Rath Yatra or Jatra is the celebration of the Lord Jagannath, who is believed to be the Lord of Universe’s journey towards his aunt’s house. Though it is a Hindu shrine but this chariot festival is not associated with any particular denomination of Hinduism entirety, though there are several common aspects with Vaishnavaism, Saivism, Shaktism, Buddhism and Jainism agannath Rath Yatra is more than five thousand years old and the most spiritual thing is, the celebration follows all the same rituals from its starting. There would not seen any changes in this festival. Traditionally the Rath Yatra festival is celebrated annually in Puri, Odisha. During this world renowned festival, lord Jagannatha is worshipped along with his brother lord Balabhadra and sister Devi Subhadra. According to spiritual significance of Katha Upanishad- The festival talks about Human body as Rath and sarathi or driver as God, who drives the chariot of body to the yatra/journey to material existence or Bhavasagar. Classically it is mentioned as- The soul drive with in the Rath of body, which has been intellect and total devoted to God the driver of the chariot towards the material existence. The wheels are the significance of velour. The horses are and persistence. The horses are the synonyms of vigor, self discipline, tolerance, charity and discrimination, where as pity, equanimity and forgiveness are the reins of horses. The popular Rath jatra is the time when the Deities come out of the temple for all to see. Each deity visit Gudicha Temple in their specific chariots drawn by devotees. Gudicha temple is dedicated to Lord’s Aunt. The chariots used during Rath Yatra are built every year. Carpenters began the construction of chariots on the Akshaya Tritiya day. The chariots are painted with bright colors and the tops are covered with red, black, yellow, or green canopies. Lord Jagannath uses red and yellow, Lord Balaram uses red and green, while Goddess Subhadra uses red and black. All the chariots have separate features to distinguish from each other. Lord Jagannath’s chariot is called as Chakradhwaja or Nandhighosa, which simply describe about tumultuous and blissful sound. 45 feet tall, 16 wheels, 65 tons weigh, Garuda on its crest along with four white wooden horses are the specific features of Lord Jagannath’s Rath. Lord Balaram’s cart is called Taladhwaja, which means the sound of significantly powerful rhythm. It has 14 wheels, and is drawn by four black wooden horses. It carries Hanuman on its crest. Goddess Subhadra’s cart is called Padmadhwaja or Darpadalan, which means destroyer of pride. It has a lotus on its crest, uses 12 wheels, and is drawn by four red wooden horses.On the celebration day devotees pull the chariots till the Gundicha temple. This time in Rath Yatra Puri 2017 also you will see the same celebration but wide more spiritual excitement. Because it is the Nabakalebar Rath Yatra where all the Lords will get new avatar after nineteen years. The return journey of Lords is also celebrated as Bahuda yatra. The deities reach the Puri temple on Ekadasi day, than attired in new costumes and this new form of the idols is known as ‘Suna Vesa’ . So come to be a part of Puri Rath Yatra 2017 to see new looks of deities and get blessing for your lifetime.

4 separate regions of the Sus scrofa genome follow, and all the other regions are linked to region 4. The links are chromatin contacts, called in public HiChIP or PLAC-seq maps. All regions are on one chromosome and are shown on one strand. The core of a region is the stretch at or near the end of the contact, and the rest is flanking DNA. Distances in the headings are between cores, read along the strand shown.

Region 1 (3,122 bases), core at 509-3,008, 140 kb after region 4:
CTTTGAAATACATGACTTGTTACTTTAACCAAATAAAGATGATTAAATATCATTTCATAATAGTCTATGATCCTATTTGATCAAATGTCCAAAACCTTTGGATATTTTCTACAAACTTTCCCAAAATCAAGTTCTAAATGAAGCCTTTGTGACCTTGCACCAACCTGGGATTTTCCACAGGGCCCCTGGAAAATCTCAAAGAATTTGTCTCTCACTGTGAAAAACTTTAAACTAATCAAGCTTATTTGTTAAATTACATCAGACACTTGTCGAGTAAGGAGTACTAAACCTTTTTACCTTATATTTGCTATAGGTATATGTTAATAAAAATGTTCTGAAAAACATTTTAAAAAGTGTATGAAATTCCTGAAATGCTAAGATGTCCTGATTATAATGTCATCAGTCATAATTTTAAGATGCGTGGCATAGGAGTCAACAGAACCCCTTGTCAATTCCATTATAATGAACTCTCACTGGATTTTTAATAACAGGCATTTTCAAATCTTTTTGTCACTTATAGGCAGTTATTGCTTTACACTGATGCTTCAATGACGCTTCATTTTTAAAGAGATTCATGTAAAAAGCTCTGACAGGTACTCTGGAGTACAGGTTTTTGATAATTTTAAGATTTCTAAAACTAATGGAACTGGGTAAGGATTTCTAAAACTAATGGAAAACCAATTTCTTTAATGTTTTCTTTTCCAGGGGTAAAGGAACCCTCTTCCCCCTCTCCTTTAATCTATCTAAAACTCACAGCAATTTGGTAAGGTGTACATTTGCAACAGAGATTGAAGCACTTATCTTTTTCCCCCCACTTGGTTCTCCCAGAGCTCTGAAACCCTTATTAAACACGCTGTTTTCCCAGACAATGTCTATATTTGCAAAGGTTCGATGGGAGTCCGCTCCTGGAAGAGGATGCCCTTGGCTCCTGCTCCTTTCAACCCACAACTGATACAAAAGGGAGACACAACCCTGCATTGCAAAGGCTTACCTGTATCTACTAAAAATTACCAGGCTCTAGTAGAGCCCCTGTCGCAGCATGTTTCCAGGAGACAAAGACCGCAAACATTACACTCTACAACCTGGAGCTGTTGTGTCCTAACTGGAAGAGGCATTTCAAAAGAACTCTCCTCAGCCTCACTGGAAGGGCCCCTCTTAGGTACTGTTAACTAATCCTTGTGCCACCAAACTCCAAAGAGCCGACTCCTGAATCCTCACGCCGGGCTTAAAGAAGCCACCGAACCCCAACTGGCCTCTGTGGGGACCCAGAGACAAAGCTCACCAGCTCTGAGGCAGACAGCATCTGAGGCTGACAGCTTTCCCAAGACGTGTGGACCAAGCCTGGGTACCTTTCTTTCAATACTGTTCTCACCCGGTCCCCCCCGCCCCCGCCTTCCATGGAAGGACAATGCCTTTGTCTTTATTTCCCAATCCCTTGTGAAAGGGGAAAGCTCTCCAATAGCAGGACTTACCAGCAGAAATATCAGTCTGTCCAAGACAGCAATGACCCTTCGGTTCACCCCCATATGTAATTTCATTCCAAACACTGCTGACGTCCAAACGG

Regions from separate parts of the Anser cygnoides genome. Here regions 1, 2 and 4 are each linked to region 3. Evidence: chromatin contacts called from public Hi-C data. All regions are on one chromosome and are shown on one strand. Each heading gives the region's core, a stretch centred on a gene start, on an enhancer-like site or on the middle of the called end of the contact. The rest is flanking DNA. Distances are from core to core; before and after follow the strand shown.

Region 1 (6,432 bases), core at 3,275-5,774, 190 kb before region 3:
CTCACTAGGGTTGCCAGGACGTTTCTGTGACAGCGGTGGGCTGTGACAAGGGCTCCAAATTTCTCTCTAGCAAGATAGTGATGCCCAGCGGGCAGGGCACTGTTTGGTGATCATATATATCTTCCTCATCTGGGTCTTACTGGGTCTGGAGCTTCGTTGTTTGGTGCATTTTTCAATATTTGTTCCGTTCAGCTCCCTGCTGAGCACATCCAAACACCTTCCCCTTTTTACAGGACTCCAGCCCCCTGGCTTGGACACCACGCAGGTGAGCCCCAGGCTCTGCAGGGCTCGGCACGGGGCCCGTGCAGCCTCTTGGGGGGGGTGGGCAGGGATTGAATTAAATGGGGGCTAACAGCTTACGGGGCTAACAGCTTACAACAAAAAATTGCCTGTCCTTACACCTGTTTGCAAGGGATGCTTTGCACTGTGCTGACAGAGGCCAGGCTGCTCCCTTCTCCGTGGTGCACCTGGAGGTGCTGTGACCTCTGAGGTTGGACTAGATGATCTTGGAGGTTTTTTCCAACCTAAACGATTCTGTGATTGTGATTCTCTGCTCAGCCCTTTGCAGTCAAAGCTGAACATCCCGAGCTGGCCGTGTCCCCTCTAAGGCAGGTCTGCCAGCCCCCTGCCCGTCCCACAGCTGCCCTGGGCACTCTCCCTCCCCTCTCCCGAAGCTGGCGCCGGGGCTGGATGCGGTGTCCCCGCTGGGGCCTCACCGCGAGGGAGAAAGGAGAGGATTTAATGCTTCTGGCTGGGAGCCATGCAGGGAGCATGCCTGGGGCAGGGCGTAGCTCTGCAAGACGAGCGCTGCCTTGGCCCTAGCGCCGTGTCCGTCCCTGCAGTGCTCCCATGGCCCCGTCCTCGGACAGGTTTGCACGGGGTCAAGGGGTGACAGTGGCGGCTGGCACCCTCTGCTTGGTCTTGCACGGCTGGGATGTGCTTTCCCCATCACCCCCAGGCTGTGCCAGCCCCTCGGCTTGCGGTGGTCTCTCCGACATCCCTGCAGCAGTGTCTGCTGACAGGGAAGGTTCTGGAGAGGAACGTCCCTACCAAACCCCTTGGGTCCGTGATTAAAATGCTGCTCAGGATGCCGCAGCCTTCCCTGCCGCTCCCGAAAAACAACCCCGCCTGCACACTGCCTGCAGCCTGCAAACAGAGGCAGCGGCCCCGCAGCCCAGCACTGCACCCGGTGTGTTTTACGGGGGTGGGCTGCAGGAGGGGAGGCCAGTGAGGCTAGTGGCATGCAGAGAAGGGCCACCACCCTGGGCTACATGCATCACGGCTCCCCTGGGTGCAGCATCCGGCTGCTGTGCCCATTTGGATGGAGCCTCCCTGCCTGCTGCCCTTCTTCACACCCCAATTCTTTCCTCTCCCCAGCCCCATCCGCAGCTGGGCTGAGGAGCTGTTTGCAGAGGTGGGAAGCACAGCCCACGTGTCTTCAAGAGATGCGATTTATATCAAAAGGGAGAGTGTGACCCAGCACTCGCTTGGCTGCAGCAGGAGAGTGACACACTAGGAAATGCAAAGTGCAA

A few mythical stories related with Rath Yatra’s origins exist that reflect the socio-religious thinking and beliefs of the people of the region. Some of the chief ones are: To kill Lord Krishna and Balram, Kansa, their maternal uncle, invited them to Mathura. He sent Akrur with a chariot to Gokul. As asked, Lord Krishna, along with Balram, sat on the chariot and left for Mathura. The devotees celebrate this day of departure as Rath Yatra. Euphoric devotees celebrated the day when Lord Krishna, aftr defeating the evil Kansa, gave them darshan in Mathura in a chariot with his brother, Balaram. Devotees in Dwarika celebrated the day when Lord Krishna, accompanied by Balaram, took Subhadra — his sister, for a ride on a chariot to show the city’s splendor. Once Lord Krishna’s queens requested mother Rohini to narrate the many interesting amorous episodes (ras lilas) of Lord Krishna with the Gopis. Rohini–considering it improper of Subhadra to hear such episodes (Leela)–sent her away. Still, the Vrajkatha soon absorbed Subhadra along with Krishna and Balram, who by now had appeared on the scene. While they were completely engrossed with the stories arrived Narad. On finding the siblings standing together motionless, he prayed, “May the three of you grant darshan in this manner forever.” The boon was granted. And the three forever reside in the Puri Temple of the Lord Jagannath. There is an exciting story of Lord Krishna becoming the Sarathi – driver of Arjuna’s chariot, during the 18-day battle of the Mahabharata. Finally, a story which has been passed on from mouth to mouth, tells what happened after the cremation of Lord Krishna’s mortal body. When Shri Krishna was being cremated in Dwarika, Balaram, much saddened with the development, rushed out to drown himself into ocean with Krishna’s partially cremated body. He was followed by Subhadra. At the same time, on the eastern shore of India, King Indradyumna of Jagannath Puri dreamt that the Lord’s body would float up to the Puri’s shores. He should build a massive statue in the city and sanctify the wooden statues of Krishna, Balaram and Subhadra. The bones (asthi) of Lord Krishna’s body should be put in the hollow in the statue’s back. The dream came true. The king found the splinters of bone (asthi) and took them. But the question was who would carve the statues. It is believed that the Gods’ architect, Vishwakarma, arrived as an old carpenter. He made it clear that while carving the statues nobody should disturb him, and in case anybody did, he would vanish leaving the work unfinished. Some months passed. The impatient Indradyumna opened the door of Vishwakarma’s room. Vishwakarma disappeared immediately as he had warned before. Despite the unfinished statues, the king sanctified them; placing Lord Krishna’s holy cinders in the hollow of the statue and installed them in the temple. A majestic procession is carried out with the statues of Lord Krishna, Balaram and Subhadra, every year, in three gigantic chariots. The huge chariots are pulled by devotees from Janakpur to the temple in Jagannath Puri. The statues are changed every 12 years–the new ones being incomplete also. The Jagannath Puri Temple is one of the four most sacred temples in the four directions of the India–the other three being: Rameshwar in South, Dwarka in West and Badrinath in the Himalayas. Maybe, the temple in Jagannath Puri is the world’s only temple with the statues of three deities who are siblings — Lord Krishna, Balaram and Subhadra.